Watership Down Analysis

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In Watership Down, a novel by Richard Adams, there is always one constant among the rabbits on their journey. The feelings of Hope and Desire. However, there is only one way that the rabbits will ever reach their goals, and that is by working together and using their strengths collectively. As Andrew Carnegie said, "Teamwork is the ability to work together toward a common vision. The ability to direct individual accomplishments toward organizational objectives. It is the fuel that allows common people to attain uncommon results." The ability of the rabbits to come together as a group at times of dire need, and combine both their brain power and muscle power is what allows the rabbits to keep moving and succeeding on their journey. This is evident…show more content…
Blackberry, who is known for his wits finds a plank of wood which could be used to push across Fiver and Pipkin. Then Blackberry says, “Who’s strong? Bigwig! Silver! Push it out!” (Adams 37). Although Hazel does not know exactly what is happening, he still uses his authoritative characteristics to help get the rabbits to start moving. All the rabbits use the specialty to help the group as a whole and are not focused on themselves in this scenario. Fiver realizes that Blackberry had helped him and Pipkin out when he says, “You saved me Pipkin and me, didn’t you? I don’t think Pipkin’s got any idea what really happened; but I have” (Adams 39). All Blackberry says back to him was that they should remember it for next time in case they need it, which shows he 's in it for the team and not just for himself. Had the rabbits not worked together, this plan would have fallen apart, but luckily for the rabbits teamwork…show more content…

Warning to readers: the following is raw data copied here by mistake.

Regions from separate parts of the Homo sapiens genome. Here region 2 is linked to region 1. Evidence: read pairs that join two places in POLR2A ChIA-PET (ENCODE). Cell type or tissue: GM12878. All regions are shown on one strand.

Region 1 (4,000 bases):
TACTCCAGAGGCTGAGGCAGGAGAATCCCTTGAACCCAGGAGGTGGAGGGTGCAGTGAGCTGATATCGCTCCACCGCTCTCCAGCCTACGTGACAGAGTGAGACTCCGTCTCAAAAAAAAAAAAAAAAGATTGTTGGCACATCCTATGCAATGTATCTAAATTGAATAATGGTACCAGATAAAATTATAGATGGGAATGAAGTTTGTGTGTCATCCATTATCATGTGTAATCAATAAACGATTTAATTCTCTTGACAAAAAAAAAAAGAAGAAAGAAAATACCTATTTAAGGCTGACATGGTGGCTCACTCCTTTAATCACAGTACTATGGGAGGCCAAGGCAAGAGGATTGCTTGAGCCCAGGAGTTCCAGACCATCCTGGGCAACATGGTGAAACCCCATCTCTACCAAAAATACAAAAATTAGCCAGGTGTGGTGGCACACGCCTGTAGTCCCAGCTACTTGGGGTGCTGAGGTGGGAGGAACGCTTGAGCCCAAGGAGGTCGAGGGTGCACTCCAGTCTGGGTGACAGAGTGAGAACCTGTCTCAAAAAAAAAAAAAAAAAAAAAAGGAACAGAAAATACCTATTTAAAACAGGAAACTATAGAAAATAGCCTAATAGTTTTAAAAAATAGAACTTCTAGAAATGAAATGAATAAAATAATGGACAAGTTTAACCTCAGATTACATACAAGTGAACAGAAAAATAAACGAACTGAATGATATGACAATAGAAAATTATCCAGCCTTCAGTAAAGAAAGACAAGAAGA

In order to protect both Fiver and Pipkin the other rabbits put themselves in danger of the crow. Hazel was already far up the hill, but once she saw Fiver and Pipkin in danger he was back to them in seconds. He distracted the crow, and Bigwig came charging after it. After the Crow attempted to hit Bigwig and missed, it was Silver’s turn to take one for the team. Silver came from behind Bigwig and stopped, facing directly at the crow. The crow stayed in place, and gazed down at Silver. Just as the crow was about to strike, Bigwig came storming from behind and rammed into the crow. The crow became flustered and flew away. Just yet another example of teamwork saving the day, and also prevailing over individual action. It is apparent Bigwig realizes in this scenario that teamwork is the best option, as before the crow flies off he cried, “Keep at it! Come in behind it! They’re cowards! They only attack helpless rabbits” (Adams 42). Without the fearlessness and quick thinking of Bigwig, Silver, and also Hazel, the situation could have ended much

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